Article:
Arapawa Island, off the coast of New Zealand, is home to this unique breed, which descended from goats introduced by English explorers in the 1700s.  Because they were left untouched for two hundred years, this heritage breed represents the style of goat originally brought to the U.S. by early English settlers. Today, there are roughly only 600 Arapawa Goats worldwide, making Conner Prairie’s conservation efforts with this rare breed even more important! 

English Longhorns

Developed in Northern England, English Longhorns were improved by Robert Bakewell, a revolutionary in the world of breed improvement, in the 1700s. While English Longhorn cattle were common during the time America was being settled, this breed eventually became rare worldwide, reaching extinction in North America until the 1990s.  Even now, there are still fewer than 100 English Longhorns in the United States, and Conner Prairie is working hard to increase the population. .

Tunis Sheep

One of the first true American breeds, Tunis sheep were kept by some of the original founding fathers, including John Adams and Thomas Jefferson. After nearly going extinct during the Civil War, Tunis sheep spread throughout the country and have steadily gained popularity because of their ability to thrive on pasture and in hotter climates.

Ossabaw Hogs

Ossabaw Island hogs descend from hogs brought by the Spanish in the 1500s to Ossabaw Island off the coast of Georgia, where they were left feral for hundreds of years. Adapted to the harsh life on the island, Ossabaws have the ability to store large amounts of fat that they can use for energy during times of famine. This substantial amount of lard gives their meat a very unique flavor, making them popular with chefs.

American Rabbits

Recognized as a heritage breed in 1917, these white and blue American Rabbits can weigh anywhere between 9-12 lbs. Because they have such large ears, remember to keep the noise level down, so as not to startle them. The rabbits will be in the Conner Barn pasture for viewing when they are not in the Animal Encounters experience. Rabbits need lots of breaks so feel free to come back and try again some other time if they are not in the barn!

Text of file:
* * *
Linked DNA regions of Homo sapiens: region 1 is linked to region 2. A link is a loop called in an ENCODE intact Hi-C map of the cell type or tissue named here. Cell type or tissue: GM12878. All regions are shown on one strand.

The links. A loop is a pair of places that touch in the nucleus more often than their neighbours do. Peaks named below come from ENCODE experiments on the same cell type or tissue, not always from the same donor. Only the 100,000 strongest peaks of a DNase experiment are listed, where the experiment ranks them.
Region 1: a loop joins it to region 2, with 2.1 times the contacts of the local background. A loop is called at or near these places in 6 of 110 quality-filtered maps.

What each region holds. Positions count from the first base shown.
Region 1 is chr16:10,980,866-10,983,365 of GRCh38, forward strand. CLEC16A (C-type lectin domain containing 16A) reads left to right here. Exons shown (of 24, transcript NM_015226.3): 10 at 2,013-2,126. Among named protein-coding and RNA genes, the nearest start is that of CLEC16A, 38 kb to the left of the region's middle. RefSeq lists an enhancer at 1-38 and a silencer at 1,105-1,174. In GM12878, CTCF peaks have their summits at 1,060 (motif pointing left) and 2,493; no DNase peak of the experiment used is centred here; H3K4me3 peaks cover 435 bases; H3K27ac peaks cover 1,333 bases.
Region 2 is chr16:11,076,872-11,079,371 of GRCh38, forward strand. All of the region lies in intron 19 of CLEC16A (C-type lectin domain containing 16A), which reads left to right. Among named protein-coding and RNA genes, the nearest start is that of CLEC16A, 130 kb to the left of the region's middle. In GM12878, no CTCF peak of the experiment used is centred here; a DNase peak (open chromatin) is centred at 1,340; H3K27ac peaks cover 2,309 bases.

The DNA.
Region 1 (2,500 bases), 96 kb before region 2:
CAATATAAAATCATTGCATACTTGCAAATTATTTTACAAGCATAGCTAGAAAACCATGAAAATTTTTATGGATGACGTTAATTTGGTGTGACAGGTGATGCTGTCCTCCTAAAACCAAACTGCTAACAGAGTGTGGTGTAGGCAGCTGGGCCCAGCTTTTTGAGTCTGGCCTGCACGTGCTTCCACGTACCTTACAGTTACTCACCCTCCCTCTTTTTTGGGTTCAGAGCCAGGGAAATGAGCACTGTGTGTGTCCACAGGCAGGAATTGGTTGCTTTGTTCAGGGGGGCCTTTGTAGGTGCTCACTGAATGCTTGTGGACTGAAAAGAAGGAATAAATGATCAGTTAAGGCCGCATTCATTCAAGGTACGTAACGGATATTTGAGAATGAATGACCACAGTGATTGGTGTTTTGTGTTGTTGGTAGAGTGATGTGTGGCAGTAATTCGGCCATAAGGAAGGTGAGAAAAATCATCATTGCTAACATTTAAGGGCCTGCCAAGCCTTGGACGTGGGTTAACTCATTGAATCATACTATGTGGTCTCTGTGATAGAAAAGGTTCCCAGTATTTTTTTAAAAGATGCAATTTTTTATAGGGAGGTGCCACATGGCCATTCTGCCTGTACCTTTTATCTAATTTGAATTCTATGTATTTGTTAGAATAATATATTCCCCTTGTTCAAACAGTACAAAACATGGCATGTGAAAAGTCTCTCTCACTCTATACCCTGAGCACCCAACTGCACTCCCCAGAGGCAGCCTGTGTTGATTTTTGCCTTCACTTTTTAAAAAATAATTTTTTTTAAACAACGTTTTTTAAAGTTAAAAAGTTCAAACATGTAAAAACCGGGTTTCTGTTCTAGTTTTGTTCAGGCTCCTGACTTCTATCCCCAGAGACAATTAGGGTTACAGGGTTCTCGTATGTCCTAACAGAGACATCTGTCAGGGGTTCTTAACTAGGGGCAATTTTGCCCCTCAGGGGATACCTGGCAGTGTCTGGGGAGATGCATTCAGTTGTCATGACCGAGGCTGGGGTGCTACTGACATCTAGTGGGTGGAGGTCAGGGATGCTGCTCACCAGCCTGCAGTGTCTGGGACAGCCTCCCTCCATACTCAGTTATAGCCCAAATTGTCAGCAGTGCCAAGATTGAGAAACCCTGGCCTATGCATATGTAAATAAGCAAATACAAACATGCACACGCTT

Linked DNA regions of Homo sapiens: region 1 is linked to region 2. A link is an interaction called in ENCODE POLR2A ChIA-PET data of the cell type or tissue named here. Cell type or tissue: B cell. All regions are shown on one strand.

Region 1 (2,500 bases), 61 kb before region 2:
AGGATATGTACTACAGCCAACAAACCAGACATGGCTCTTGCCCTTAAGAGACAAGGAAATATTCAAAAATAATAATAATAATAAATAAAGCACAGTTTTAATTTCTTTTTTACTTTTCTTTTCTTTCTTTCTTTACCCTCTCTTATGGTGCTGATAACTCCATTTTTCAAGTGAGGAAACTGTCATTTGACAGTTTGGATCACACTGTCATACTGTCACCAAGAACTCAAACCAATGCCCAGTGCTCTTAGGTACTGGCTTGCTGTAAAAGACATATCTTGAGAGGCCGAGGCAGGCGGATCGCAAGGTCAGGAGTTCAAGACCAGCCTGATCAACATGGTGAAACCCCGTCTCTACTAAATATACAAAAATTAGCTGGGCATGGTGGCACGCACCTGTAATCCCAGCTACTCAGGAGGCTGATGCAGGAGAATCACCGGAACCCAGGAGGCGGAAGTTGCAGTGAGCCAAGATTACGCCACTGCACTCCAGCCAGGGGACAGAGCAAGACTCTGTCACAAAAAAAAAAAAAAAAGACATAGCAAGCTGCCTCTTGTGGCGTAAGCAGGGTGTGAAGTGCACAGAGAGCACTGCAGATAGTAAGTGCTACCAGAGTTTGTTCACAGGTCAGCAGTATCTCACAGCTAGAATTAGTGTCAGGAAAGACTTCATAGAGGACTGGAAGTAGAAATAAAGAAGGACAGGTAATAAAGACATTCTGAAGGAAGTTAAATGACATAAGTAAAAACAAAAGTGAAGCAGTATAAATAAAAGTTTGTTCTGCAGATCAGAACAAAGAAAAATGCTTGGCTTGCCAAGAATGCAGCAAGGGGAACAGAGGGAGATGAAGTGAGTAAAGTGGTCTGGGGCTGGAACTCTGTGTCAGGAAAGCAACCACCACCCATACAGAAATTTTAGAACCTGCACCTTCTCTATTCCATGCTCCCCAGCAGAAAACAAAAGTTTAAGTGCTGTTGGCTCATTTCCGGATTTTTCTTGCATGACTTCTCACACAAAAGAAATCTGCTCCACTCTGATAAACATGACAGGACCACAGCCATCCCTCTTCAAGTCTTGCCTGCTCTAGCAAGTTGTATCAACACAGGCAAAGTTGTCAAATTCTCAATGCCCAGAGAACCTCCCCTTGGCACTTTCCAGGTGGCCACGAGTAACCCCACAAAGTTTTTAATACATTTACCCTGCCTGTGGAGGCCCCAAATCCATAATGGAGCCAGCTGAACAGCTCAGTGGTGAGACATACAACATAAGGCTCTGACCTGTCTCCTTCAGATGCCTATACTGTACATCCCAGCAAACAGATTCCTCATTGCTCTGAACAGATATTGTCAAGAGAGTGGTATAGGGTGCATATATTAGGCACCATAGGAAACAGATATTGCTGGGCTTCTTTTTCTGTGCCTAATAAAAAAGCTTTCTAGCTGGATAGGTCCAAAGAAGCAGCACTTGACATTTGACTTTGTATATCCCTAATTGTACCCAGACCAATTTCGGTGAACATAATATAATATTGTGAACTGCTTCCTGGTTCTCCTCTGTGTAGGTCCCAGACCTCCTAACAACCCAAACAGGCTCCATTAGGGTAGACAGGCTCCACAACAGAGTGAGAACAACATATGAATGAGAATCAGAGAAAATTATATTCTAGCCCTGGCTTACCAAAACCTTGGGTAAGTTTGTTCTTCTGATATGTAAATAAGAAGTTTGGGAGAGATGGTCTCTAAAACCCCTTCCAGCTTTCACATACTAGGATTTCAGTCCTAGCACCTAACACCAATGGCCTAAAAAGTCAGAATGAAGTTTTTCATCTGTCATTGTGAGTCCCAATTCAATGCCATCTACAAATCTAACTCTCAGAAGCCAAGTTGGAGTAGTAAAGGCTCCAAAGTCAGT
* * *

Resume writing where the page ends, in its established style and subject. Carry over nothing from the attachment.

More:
Read more about our Agriculture team's passion for animal and land preservation.

Learn more about FFA group visits.

Prairie Gardening

gardening
Conner Prairie Volunteers in the garden
Conner Prairie Garden
Conner Prairie interpreters in the garden
butterfly

Heirloom Gardens

Our Domestic Trades Experts have over 30 years of gardening experience. Conner Prairie features nine unique gardens across our grounds, including outside the Golden Eagle Inn, the Gregory home, the Campbell home and the Curtis home in Prairietown. You’ll also find gardens in the Civil War Journey area, in our Lenape area, around the Loom House and the Conner House. The gardens are designed to show the time period and peoples we represent in each space. As much as possible, we use the original, heirloom varieties of seeds that would have been available at the time. Where those seeds are not available, we find seeds that match that description as closely as possible as we continue the search for the original heirloom varieties.

Watch these videos to learn more about gardening at Conner Prairie.

Upcoming Ag Events

heirloom plants
Friday, May 6, 4-7 p.m. and Saturday, May 7, 10-4 p.m.
The Conner Prairie Heirloom Plant Sale is back! We’ll have a wide variety of heirloom tomatoes and peppers, along with a selection of herbs and flowers. Mother’s Day weekend is the traditional frost-free date in central Indiana, making it a safe time to put out your more tender plants.
Our gardening experts will be available to help with your plant selections.
Tunis Sheep
May 15 - May 21
Come celebrate Heritage Breeds Week with us! Participate in exciting activities, watch fascinating demonstrations, learn about Conner Prairie's efforts to preserve heritage breeds, and discover what makes these rare animals so special.